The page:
The Government Accountability Office is set to release as early as today a report criticizing security at two U.S. laboratories where researches handle the world's deadliest germs, according to the Associated Press, which received an early look at the report.
The GAO, Congress' investigative and auditing arm, did not identify the labs except to say they were classified as Biosafety Level 4 facilities, but the report included enough details for the AP — and others knowledgeable about such labs — to determine their locations. Biosafety Level 4 labs do research on deadly germs and toxins.
... [T]he Southwest Foundation for Biomedical Research features an outside window that looks directly into the room where the deadly germs are handled. The lab, which is privately run, also lacks many security cameras, intrusion detection alarms or visible armed guards at its public entrances. Officials there said they will tighten security.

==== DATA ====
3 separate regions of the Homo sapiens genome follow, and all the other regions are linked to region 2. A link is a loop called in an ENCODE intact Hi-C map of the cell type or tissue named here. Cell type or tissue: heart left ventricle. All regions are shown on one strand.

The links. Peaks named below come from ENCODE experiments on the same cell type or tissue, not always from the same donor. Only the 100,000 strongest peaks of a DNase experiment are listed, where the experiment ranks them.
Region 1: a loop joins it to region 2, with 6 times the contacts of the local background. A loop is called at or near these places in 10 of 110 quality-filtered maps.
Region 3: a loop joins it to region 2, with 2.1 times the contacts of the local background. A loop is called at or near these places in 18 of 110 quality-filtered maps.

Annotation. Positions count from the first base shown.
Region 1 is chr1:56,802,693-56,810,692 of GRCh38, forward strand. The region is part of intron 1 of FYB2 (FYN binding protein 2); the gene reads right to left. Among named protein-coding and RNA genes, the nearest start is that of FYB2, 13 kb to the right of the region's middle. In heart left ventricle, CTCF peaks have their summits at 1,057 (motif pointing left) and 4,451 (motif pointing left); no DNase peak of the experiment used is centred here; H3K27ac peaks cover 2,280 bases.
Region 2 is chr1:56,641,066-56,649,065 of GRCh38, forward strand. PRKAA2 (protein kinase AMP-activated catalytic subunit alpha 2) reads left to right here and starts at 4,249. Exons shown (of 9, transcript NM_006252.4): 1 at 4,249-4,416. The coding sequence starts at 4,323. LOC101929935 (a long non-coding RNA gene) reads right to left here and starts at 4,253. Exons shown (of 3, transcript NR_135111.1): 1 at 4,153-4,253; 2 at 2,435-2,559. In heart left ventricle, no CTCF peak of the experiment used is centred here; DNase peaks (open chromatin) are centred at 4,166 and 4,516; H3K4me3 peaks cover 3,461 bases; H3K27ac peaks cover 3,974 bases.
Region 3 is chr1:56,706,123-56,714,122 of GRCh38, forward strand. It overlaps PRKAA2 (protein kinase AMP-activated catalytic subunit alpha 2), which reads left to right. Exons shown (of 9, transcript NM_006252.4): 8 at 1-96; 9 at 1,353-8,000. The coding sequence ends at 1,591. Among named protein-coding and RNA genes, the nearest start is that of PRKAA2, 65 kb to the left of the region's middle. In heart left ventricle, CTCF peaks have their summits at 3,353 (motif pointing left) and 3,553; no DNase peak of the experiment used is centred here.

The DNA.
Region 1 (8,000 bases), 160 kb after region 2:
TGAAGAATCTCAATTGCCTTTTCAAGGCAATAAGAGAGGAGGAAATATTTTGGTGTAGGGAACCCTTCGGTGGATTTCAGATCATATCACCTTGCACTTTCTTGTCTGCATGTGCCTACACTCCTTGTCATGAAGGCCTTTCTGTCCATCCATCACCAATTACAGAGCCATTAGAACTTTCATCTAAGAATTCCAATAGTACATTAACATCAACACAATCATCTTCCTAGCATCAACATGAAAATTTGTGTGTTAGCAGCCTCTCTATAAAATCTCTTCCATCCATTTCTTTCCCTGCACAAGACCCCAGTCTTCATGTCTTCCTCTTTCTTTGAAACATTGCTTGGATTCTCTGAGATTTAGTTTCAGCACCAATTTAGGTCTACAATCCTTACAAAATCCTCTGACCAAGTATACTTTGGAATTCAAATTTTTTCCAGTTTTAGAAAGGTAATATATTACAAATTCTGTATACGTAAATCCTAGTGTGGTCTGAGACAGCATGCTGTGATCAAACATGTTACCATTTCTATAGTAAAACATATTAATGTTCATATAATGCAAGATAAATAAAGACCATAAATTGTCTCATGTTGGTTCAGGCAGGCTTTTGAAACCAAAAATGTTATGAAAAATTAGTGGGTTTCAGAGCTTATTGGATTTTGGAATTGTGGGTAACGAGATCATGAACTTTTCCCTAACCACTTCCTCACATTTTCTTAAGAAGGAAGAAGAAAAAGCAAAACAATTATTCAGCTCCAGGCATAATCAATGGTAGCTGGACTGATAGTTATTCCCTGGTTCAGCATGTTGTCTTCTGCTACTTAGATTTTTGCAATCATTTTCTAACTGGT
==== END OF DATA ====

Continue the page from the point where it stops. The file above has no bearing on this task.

Security was also lax at the lab at Georgia State University. The lab, the AP reports, "lacked complete security barriers" and did not have integrated security systems, including surveillance cameras that run a live feed. During the GAO investigation, investigators watched as an unknown individual entered the lab unmolested through the lab's locking dock.
But investigators say the Southwest Foundation for Biomedical Research's is the most insecure. Unarmed security guards are stationed in "antiquated" guardhouses across the access road from the facility while an outside company monitors the lab's alarm system and calls police if an alarm is triggered. Investigators warn this could delay response in a critical emergency.
The Centers for Disease Control and Prevention approved the labs, according to the AP, despite their security weaknesses.
This isn't the first time the AP has reported on security weaknesses at high-risk biosafety laboratories in the United States. Last year, the news wire reported that U.S. labs had suffered over 100 accidents and missing shipments since 2003. The AP notes the incidents are increasing in frequency as more labs handle and work with deadly germs.
UPDATE: Read the GAO report here.